Social Media: A Cause for Anxiety and Depression in The U.S.

Published May 29, 2018 This content is archived.

"Illustrations of Steven Dubovsky (left) and Melanie Green (right) as coffee foam art".

Illustration: Chris Lyons, BFA'81

Associate Professor of Communication Melanie Green, and Chair of Psychiatry in the Jacobs School of Medicine and Biomedical Sciences Steven Dubovsky, recently gave their thoughts on whether social media could be the reason for the recent increase of depression in the U.S. to AtBuffalo magazine. Cyberbullying has been a problem since the birth of the internet, but with online interactions increasing and social media platforms growing more popular, it has become a bigger threat to society. Dubovsky states that on the internet, people are freely able to curse at one another without any consequences. “But even before things got so polarized, people were prone to social comparison on Facebook, which can be quite a negative because you end up feeling bad about yourself,” says Green. “This is where people post the most exciting thing they’ve done while you’re doing homework, thinking, ‘Oh, well, they’re in the Bahamas, enjoying themselves.’” Social media profiles are often false realities which can be extremely stressful to maintain.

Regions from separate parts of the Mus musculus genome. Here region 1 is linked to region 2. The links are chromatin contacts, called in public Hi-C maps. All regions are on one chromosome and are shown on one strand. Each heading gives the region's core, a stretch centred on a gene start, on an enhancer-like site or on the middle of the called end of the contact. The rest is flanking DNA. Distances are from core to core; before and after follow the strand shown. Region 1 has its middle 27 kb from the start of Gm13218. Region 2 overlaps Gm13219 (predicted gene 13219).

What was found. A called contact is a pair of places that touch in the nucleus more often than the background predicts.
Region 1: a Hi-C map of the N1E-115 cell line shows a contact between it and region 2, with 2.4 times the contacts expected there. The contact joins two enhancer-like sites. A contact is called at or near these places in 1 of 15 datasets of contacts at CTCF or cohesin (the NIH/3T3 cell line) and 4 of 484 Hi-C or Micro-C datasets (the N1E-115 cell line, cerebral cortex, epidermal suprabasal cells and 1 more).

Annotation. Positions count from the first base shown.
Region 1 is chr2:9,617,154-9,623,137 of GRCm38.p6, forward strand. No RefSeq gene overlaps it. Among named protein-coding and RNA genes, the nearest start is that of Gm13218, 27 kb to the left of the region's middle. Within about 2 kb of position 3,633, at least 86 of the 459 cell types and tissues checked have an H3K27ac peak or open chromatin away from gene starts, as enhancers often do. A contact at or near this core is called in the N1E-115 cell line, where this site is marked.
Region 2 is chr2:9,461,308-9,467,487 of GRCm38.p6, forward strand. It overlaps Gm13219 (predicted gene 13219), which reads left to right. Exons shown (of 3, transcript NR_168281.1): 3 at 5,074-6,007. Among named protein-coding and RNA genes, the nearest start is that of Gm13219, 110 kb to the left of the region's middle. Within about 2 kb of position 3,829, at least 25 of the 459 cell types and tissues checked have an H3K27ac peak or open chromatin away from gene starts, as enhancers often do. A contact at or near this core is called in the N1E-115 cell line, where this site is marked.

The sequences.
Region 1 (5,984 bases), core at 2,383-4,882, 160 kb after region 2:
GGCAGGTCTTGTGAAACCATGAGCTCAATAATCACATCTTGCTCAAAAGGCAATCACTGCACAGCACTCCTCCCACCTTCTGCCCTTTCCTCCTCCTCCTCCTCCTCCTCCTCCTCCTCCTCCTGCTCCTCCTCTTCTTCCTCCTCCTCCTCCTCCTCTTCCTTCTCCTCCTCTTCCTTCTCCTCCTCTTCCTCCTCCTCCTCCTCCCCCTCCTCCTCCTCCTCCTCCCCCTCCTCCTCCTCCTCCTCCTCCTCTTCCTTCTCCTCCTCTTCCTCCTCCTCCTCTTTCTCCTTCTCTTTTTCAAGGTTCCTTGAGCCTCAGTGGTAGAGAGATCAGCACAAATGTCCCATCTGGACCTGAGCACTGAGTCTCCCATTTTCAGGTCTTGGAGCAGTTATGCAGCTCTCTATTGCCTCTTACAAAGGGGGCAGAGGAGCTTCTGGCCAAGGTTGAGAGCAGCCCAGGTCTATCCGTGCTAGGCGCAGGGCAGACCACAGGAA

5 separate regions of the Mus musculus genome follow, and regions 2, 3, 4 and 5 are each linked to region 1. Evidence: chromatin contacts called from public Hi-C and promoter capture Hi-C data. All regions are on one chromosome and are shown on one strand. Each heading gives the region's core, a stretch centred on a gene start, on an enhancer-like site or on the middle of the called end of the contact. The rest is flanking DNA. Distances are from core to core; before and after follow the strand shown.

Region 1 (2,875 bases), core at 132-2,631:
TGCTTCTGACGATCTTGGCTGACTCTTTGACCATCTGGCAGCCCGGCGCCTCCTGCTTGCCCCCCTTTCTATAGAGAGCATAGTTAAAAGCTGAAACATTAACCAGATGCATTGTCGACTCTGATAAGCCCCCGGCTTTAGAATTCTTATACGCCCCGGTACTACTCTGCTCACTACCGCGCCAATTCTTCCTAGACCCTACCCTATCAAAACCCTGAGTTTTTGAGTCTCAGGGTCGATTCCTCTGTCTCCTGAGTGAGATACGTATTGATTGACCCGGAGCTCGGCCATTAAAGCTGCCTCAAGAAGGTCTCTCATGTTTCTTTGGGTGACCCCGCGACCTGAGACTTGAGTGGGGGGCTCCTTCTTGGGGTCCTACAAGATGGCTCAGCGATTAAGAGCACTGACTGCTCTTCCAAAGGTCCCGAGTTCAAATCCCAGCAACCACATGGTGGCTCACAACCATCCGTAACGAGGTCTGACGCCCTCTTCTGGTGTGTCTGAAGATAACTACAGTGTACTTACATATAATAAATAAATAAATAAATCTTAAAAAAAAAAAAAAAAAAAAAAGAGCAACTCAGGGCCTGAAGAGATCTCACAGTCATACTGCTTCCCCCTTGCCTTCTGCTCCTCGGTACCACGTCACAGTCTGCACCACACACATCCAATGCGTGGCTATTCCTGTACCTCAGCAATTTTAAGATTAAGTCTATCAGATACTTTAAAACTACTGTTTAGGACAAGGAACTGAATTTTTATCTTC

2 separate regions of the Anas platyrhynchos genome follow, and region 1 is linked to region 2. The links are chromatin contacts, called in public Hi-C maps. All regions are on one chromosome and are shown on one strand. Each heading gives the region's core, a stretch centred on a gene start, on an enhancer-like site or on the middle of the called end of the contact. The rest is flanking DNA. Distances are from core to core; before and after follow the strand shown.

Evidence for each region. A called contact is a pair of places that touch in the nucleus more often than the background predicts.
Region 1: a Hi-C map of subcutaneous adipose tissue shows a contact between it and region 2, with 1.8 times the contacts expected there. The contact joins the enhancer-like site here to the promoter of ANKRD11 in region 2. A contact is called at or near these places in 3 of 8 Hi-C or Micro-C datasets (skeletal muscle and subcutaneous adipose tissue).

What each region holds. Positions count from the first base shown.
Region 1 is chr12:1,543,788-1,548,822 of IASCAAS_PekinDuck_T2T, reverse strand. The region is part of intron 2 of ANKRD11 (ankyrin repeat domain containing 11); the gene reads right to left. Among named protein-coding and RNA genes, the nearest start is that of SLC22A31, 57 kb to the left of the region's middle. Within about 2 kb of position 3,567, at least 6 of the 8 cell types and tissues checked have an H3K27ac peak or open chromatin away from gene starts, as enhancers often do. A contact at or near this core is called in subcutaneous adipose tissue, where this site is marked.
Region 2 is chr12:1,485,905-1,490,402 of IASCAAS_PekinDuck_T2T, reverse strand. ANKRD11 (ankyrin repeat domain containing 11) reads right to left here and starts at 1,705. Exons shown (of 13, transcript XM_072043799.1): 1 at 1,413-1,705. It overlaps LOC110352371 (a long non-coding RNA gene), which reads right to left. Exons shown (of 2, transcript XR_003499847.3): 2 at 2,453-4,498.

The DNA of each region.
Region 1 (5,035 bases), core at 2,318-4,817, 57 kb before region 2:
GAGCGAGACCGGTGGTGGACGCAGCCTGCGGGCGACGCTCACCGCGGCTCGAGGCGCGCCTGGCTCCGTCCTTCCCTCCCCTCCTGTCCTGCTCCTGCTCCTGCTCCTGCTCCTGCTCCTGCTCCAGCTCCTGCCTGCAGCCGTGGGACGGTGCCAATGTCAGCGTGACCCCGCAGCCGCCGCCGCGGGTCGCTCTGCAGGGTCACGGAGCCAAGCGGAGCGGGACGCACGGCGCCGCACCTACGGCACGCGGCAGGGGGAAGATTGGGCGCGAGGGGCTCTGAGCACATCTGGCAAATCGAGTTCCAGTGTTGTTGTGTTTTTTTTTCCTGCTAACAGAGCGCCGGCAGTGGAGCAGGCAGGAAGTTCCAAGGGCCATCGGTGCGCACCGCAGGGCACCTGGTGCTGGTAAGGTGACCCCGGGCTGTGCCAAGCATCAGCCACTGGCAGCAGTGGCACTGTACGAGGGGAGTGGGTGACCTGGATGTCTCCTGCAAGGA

To learn more about the link between social media and depression, click here.